When you’re a new parent, looking on the bright side is a smart way to the weather the wild ride of infancy. This applies to everything from blow-outs (a chance to try on another sweet outfit before baby outgrows it!) to the arrival of Daylight Saving Time, also known as National Mess-with-Your-Baby’s-Sleep-Schedule.

In the case of DST, you have an extra hour of sun at the end of each day, so looking on the bright side should come naturally. But experienced parents know it takes some effort to see the bi-annual shuffle in a good light. With these few tried-and-true tips for helping baby adjust to Daylight Saving time, your child’s blissful bedtime routine—and your sanity—can remain largely unaffected. 

photo: smpratt90 via Pixabay

Start Early
The best way to keep DST from throwing your baby’s routine out of whack is by preparing for the change before it hits. While approaches vary slightly, most experts suggest moving baby’s bedtime by 15 minutes every other day in the week leading up to the seasonal shift. So, if baby typically goes down around 7:30 p.m., shift bedtime back in quarter-hour increments until you reach the “new” bedtime of 6:30, which, with the time change, will actually still be 7:30 p.m.—the original bedtime. Adjust naps the same way.

Go Dark
Control how much light baby is exposed to in the hour leading up to bedtime to keep your sleep schedule on track. Here’s why: Light exposure has a direct influence on the body’s circadian rhythm (internal biological clock). Less light signals our body to become sleepy, while more light stimulates us to feel awake. As the new bedtime hour approaches (and the sun continues to shine), close the blinds and dim the lights in your home. 

Most importantly, if you haven’t already invested in blackout curtains, run, don’t walk, to your nearest home goods store to snag these miracles from heaven in fabric form. Keeping baby’s room dark will help your little one settle into sleep, even with the sun in full force. Bonus tip: If light continues to seep in around the edges of your nursery windows, clueing baby into your blackout curtain trickery, attach double-sided adhesive Velcro tabs to your wall and to the back of your curtains. Then, simply press to seal the edges and block out the light. Take that, sunshine!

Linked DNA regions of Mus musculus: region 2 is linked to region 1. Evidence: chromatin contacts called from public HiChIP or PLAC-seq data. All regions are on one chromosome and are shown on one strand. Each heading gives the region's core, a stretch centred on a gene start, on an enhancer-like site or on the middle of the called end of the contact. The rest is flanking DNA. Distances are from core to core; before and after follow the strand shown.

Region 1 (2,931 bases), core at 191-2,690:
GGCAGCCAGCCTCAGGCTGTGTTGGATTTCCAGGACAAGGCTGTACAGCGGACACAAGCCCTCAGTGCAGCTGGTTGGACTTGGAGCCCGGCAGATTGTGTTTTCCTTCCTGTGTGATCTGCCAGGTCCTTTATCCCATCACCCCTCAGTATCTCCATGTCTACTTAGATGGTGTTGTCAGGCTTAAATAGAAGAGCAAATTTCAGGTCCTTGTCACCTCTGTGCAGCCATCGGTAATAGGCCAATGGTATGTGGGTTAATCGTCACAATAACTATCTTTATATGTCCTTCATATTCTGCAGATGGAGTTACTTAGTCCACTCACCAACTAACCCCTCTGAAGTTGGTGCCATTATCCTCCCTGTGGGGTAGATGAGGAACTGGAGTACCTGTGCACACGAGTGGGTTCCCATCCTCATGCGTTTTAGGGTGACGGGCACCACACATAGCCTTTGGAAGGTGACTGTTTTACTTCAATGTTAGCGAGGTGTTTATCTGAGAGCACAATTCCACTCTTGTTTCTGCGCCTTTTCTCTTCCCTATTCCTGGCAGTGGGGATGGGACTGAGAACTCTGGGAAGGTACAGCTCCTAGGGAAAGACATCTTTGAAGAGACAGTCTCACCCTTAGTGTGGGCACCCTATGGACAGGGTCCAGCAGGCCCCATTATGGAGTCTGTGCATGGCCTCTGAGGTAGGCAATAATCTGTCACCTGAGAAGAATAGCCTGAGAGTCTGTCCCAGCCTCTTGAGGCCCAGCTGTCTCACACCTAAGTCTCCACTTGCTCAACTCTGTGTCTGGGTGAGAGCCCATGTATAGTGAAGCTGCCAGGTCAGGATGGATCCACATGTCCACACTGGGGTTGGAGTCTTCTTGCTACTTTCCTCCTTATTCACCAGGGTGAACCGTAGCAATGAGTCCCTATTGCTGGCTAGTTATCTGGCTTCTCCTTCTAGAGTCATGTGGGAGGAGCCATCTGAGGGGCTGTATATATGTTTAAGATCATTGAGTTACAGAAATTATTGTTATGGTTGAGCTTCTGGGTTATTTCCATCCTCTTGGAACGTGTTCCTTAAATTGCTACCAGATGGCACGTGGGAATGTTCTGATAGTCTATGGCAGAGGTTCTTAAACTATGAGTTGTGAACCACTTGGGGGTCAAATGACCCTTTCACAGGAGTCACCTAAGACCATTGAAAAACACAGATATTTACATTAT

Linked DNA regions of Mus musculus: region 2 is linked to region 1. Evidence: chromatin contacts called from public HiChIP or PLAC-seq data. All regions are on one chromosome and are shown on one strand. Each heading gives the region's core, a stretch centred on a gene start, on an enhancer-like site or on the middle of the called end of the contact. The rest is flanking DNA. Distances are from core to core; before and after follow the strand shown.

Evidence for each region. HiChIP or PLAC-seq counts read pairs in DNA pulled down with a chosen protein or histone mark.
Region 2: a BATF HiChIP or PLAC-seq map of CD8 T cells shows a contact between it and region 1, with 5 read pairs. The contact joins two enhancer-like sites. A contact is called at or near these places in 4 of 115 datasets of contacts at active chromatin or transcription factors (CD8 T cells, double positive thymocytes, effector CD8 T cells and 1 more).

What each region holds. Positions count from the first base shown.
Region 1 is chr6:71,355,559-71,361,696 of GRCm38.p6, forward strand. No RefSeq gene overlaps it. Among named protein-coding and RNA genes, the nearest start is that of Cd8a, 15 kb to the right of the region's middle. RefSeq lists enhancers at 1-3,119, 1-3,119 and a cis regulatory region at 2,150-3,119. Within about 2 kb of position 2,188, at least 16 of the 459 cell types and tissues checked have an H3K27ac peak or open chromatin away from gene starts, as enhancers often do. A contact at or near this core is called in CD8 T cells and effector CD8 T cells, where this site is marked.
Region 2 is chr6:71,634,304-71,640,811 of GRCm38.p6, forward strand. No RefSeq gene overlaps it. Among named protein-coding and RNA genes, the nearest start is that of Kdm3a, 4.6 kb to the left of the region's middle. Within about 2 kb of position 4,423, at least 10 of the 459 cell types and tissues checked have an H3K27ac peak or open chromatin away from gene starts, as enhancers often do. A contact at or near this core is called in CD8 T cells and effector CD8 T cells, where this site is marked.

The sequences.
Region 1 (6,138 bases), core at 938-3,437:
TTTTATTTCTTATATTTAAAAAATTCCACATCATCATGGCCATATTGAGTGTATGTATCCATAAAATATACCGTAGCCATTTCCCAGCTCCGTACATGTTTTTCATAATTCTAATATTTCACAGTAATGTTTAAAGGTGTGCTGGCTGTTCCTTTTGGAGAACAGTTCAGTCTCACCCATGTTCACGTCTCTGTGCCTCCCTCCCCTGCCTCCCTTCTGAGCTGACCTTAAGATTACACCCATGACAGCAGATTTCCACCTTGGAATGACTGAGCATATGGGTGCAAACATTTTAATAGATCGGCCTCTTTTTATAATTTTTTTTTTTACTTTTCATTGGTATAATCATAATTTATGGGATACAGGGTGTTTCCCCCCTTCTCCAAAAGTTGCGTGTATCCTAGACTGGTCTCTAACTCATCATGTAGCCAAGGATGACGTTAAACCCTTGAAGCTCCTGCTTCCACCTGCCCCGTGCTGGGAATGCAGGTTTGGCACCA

photo: NewportBaptistChurchNC via Pixabay

Head to Hawaii
If hunkering down in the dark with baby for a stint doesn’t sound appealing, but tropical breezes do, here’s a little known fact: The state of Hawaii has never observed DST. Or if an arid climate is more up your alley, most of the state of Arizona also doesn’t observe DST, after voting in 1968 not to adopt the otherwise nationwide Uniform Time Act, which is responsible for having us “spring forward” and “fall back.” We can only surmise that state legislatures in Hawaii and Arizona are primarily made up of parents.

Sound It Out
For those still reading (aka not currently packing up for Hawaii or Arizona), we have another tip to help you conquer DST with ease—and still enjoy some ocean sounds without a trans-Pacific move: Invest in a white noise machine. It’s not realistic to expect the rest of the world (or, just your family) to slip into silence to help preserve baby’s peaceful sleeping environment post time-change, but a white noise machine will preserve the illusion that they have — at least within your nursery’s four walls.

In addition to tuning out your older kids enjoying the extra hour of light or your neighbor taking advantage of the shift by mowing his lawn after work, many parents find that the steady hum soothes baby right to sleep. Bonus tip: Place the sound machine at least three feet away from your baby’s sleep space to keep cords out of reach, and, to lessen the impact on baby’s developing ears, set the machine to a low volume on the shortest timer (or switch off manually once baby is asleep). Check out our favorite white noise machines and other baby sleep aids.

photo: Joko_Narimo via Pixabay

Give It Time
For babies particularly sensitive to change, it can take a couple of weeks for them to adjust to a new schedule. So if your little one fails to get with the program at first, even after trying the above steps, don’t stress. Within a week or two, baby’s sleep schedule should catch up as the new normal settles in.

Roll with It
In the meantime, if you have a wee one who isn’t cooperating despite your best efforts, try to look on the bright side. If baby used to go down at 7 p.m. but has temporarily shifted to 8 p.m., use that additional hour for stories and snuggles. With a little luck, the new evening routine will give you the chance to sleep in an extra hour in the morning. But, if baby still wakes up bright-eyed at the pre-time-shift hour, remember: This won’t last forever. As they say, the hours surrounding DST may seem long, but the years really are short.

—Suzanna Palmer

featured photo: iStock


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